I wish I had a sexier name for this dish but when you start combining things into a dish that really doesn’t have a name like ‘taco’ or ‘grain bowl’, a name with all the ingredients is the best I can do. However, it’s delicious. We’ve eaten it as a side but I’ve also been known to call a dish like this lunch.
The Beets: Chioggia forever.
When spring produce enters into my life, I take it as a reminder that not everything requires roasting. Sure, roasted vegetables are amazing but sometimes other techniques are worthwhile. I feel like steaming gets a bad rap, most likely due to diet trends, but it’s a valuable tool in your cooking arsenal.
Take for example these beets. Chioggia beets are beautiful. Their color, though, doesn’t hold once cooking. If you roast these beautiful beets, the color fades pretty drastically (unless you roast them whole but I’m not always willing to wait the hour it takes.) Enter: steaming.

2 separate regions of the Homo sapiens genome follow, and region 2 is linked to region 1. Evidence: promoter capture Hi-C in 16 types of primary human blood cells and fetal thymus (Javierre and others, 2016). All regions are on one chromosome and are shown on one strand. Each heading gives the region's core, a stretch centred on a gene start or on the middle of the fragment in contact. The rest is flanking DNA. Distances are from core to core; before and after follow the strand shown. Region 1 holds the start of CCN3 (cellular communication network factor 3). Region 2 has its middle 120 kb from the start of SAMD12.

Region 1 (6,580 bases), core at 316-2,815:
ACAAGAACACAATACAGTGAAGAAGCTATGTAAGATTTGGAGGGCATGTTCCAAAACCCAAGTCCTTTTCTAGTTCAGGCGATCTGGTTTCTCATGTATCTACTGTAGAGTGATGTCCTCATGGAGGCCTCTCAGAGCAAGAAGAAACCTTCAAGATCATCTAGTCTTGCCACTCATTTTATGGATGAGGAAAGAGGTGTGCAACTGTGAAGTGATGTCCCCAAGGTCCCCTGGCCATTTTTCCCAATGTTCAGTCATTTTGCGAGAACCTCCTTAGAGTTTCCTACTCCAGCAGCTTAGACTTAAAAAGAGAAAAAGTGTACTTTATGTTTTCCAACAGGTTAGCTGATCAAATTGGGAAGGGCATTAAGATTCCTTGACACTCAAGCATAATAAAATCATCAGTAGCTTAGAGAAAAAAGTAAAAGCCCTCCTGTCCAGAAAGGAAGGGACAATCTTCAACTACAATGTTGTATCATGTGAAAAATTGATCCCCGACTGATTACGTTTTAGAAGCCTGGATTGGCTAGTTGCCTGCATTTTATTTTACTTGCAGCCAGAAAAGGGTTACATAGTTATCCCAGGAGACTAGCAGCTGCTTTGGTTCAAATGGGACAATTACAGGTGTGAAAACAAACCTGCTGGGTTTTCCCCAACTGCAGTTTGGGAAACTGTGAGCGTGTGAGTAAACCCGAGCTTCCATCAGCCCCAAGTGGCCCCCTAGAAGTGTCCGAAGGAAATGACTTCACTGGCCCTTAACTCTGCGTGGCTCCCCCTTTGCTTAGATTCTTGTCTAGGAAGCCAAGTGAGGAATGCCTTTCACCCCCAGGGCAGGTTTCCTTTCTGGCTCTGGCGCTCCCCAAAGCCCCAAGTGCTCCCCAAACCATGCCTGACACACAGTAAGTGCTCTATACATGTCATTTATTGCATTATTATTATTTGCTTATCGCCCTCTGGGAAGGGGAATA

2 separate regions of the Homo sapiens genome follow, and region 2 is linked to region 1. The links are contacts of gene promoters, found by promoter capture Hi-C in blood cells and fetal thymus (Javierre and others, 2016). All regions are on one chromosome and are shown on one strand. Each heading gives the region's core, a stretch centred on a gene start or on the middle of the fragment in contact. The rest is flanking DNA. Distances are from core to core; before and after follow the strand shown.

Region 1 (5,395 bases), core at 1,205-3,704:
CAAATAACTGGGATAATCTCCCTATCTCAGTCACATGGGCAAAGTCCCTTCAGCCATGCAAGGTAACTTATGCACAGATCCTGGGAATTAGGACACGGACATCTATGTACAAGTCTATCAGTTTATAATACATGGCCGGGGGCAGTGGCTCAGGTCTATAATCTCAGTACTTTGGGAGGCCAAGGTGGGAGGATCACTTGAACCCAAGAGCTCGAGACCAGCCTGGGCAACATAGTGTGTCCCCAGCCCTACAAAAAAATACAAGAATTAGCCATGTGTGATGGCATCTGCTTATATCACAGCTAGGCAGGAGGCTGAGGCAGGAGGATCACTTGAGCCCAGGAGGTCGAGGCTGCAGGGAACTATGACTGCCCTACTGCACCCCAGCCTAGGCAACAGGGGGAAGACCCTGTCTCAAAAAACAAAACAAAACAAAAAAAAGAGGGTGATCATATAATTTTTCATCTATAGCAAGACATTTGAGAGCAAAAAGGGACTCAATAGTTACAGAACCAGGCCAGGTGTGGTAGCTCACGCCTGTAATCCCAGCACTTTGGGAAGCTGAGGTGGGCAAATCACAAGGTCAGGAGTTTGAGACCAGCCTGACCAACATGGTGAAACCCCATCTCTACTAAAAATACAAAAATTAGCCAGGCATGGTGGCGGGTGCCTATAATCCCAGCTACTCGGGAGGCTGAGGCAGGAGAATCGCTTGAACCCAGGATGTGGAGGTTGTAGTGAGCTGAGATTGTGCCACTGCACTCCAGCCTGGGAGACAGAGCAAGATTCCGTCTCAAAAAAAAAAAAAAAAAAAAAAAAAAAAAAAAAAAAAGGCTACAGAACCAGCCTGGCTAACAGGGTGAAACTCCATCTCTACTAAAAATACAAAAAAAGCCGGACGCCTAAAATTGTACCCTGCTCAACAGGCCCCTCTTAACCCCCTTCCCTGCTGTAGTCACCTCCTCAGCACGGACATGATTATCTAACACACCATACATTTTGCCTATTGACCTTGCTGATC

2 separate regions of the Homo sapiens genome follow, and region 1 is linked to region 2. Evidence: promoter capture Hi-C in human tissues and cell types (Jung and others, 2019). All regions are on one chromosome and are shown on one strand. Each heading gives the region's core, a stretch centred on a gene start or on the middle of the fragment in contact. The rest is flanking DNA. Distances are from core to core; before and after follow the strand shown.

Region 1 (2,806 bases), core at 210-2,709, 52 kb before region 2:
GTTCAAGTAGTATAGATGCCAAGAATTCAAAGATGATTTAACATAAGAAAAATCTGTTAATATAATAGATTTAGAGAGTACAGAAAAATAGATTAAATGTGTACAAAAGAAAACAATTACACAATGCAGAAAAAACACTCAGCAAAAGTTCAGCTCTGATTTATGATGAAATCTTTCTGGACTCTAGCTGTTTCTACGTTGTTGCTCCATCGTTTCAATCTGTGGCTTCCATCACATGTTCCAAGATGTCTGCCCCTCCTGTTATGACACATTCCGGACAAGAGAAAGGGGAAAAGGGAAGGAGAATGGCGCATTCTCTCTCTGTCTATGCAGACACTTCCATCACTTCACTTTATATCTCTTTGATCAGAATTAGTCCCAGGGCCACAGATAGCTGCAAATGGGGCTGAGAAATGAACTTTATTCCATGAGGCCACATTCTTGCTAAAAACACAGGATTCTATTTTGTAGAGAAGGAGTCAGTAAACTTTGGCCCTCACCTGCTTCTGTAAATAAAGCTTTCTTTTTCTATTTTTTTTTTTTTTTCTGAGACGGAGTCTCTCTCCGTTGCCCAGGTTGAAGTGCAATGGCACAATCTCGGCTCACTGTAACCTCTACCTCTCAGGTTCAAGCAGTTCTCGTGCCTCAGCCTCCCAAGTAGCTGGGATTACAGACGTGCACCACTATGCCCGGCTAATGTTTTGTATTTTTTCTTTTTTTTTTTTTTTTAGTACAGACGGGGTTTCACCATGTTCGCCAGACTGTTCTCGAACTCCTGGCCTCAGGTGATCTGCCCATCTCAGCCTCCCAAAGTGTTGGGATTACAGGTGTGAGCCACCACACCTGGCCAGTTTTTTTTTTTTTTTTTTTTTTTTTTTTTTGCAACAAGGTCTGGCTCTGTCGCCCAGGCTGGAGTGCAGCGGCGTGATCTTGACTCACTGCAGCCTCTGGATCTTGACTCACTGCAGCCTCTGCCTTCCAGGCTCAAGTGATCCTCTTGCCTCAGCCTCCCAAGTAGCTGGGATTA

Steaming these beets takes 10 minutes and while the color still fades slightly, it’s there in all it’s beautiful pink glory. Best of all, steaming the beets leaves room to make crispy garlic in ghee: a real treat for all.
Garlic + Ghee: best friends.
I’m a big proponent that every dish should have a little crispiness to it. In this dish, the sunflower seeds are nice but my favorite crisp comes in the form of pan-fried garlic. The ghee crisps the garlic nicely all while adding that delicious ghee flavor.
If you want to keep this vegan, olive oil can get the job done as well. The flavor changes slightly but the garlic is still delicious (because it’s still garlic!)
Finally, the bean puree. I love piling vegetable high atop a creamy puree. There’s something so satisfying when you scoop everything together off the plate- it mixes into the perfect bite. I kept this bean puree simple and very spring forward with the help of dill. Of course, you could really use any herb. Try parsley, marjoram, and/or a bit of thyme. Also, if you don’t have white beans go for chickpeas.